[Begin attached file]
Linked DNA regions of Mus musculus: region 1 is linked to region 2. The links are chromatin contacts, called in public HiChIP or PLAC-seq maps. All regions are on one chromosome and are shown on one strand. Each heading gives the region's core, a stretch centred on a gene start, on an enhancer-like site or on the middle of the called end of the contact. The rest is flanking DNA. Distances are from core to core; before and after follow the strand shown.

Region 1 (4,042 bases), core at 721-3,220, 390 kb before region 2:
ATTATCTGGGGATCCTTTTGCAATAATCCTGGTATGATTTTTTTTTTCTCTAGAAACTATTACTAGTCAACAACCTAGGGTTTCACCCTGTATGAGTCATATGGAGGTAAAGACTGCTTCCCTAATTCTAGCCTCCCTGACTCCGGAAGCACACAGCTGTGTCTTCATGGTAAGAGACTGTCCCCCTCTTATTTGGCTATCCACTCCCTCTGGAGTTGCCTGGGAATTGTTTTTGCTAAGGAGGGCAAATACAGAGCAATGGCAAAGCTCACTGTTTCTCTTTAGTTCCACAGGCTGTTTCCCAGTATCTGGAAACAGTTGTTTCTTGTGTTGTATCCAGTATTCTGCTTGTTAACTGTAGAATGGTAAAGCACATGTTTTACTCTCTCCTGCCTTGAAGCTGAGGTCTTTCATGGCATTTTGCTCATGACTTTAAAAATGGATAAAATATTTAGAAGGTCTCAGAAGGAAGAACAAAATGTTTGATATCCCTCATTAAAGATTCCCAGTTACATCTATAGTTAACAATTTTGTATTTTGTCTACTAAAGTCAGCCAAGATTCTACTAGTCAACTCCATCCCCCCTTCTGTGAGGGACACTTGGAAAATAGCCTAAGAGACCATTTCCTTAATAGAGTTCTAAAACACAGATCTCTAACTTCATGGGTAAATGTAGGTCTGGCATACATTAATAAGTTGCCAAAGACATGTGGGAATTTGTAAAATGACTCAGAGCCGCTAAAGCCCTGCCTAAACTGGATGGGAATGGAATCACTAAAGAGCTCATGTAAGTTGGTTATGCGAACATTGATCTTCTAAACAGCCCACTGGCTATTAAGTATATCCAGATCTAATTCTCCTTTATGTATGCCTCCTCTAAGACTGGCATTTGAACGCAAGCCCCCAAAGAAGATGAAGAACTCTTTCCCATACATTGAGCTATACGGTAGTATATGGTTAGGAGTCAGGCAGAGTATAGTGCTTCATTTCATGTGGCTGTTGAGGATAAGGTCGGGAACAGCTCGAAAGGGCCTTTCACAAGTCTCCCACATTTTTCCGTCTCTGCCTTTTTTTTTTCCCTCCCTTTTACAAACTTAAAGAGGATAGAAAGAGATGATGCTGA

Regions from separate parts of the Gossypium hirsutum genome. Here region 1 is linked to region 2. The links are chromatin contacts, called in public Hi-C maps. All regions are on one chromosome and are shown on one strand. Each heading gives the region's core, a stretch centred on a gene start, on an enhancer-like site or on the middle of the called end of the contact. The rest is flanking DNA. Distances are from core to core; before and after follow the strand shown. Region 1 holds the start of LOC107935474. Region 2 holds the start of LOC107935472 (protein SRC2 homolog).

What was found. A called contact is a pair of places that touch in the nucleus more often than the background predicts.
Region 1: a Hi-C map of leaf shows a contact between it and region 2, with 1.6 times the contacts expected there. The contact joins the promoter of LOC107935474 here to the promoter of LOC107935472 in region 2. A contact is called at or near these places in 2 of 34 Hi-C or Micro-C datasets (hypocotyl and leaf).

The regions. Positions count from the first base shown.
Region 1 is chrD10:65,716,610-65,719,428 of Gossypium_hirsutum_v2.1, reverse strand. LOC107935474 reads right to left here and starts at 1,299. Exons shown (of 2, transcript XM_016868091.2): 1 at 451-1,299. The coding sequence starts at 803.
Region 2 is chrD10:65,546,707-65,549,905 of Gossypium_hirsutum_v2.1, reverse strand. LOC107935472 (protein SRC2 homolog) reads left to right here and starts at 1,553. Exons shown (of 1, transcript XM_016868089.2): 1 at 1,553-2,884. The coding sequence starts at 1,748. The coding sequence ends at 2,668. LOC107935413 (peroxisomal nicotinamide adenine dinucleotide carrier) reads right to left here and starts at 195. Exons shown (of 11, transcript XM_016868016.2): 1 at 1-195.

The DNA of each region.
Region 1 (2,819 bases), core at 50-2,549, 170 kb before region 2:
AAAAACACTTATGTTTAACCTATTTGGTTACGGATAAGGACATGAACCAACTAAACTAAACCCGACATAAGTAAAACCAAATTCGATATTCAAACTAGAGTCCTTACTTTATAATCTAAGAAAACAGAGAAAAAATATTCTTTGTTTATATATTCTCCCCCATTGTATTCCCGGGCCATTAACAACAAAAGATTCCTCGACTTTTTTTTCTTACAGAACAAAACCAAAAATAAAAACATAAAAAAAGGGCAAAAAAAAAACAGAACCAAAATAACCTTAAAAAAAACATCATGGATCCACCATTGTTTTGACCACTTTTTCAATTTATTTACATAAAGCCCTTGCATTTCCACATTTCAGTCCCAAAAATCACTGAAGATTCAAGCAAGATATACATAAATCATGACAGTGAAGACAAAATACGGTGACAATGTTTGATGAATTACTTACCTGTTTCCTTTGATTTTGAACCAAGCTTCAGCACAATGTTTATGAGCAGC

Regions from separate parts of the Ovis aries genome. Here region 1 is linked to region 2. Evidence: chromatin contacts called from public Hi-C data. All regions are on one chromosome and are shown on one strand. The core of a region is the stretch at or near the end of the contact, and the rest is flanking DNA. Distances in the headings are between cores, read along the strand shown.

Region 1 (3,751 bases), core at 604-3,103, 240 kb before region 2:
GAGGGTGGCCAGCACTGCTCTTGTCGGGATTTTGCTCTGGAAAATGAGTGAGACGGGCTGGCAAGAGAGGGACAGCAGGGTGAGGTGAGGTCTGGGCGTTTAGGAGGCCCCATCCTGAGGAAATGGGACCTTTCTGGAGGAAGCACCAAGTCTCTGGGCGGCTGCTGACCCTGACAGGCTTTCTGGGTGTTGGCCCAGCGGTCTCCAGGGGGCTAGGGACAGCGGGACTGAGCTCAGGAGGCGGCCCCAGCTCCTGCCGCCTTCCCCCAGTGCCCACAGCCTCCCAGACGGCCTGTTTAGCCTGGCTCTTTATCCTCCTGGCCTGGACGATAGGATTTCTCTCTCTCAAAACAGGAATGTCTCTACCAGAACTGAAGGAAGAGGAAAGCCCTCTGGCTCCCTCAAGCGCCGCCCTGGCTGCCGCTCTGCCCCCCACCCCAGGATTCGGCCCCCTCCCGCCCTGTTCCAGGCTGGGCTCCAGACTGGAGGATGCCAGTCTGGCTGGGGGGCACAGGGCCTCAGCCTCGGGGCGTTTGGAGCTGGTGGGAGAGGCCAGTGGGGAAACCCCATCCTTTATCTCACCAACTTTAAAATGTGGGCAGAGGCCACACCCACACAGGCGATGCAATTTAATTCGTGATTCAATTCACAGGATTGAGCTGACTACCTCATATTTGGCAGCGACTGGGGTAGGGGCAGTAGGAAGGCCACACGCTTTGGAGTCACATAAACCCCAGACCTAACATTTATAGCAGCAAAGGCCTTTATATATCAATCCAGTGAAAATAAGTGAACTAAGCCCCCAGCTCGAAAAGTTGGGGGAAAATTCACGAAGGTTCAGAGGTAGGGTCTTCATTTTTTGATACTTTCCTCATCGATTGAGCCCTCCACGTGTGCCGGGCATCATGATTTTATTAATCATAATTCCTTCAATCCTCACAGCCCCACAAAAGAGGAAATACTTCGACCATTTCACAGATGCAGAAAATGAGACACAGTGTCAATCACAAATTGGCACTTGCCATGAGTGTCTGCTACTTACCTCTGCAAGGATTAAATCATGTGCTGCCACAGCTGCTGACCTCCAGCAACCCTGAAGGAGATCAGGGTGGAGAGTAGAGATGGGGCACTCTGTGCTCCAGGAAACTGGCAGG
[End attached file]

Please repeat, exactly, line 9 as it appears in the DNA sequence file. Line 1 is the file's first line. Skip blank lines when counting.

Region 2 is chrD10:65,546,707-65,549,905 of Gossypium_hirsutum_v2.1, reverse strand. LOC107935472 (protein SRC2 homolog) reads left to right here and starts at 1,553. Exons shown (of 1, transcript XM_016868089.2): 1 at 1,553-2,884. The coding sequence starts at 1,748. The coding sequence ends at 2,668. LOC107935413 (peroxisomal nicotinamide adenine dinucleotide carrier) reads right to left here and starts at 195. Exons shown (of 11, transcript XM_016868016.2): 1 at 1-195.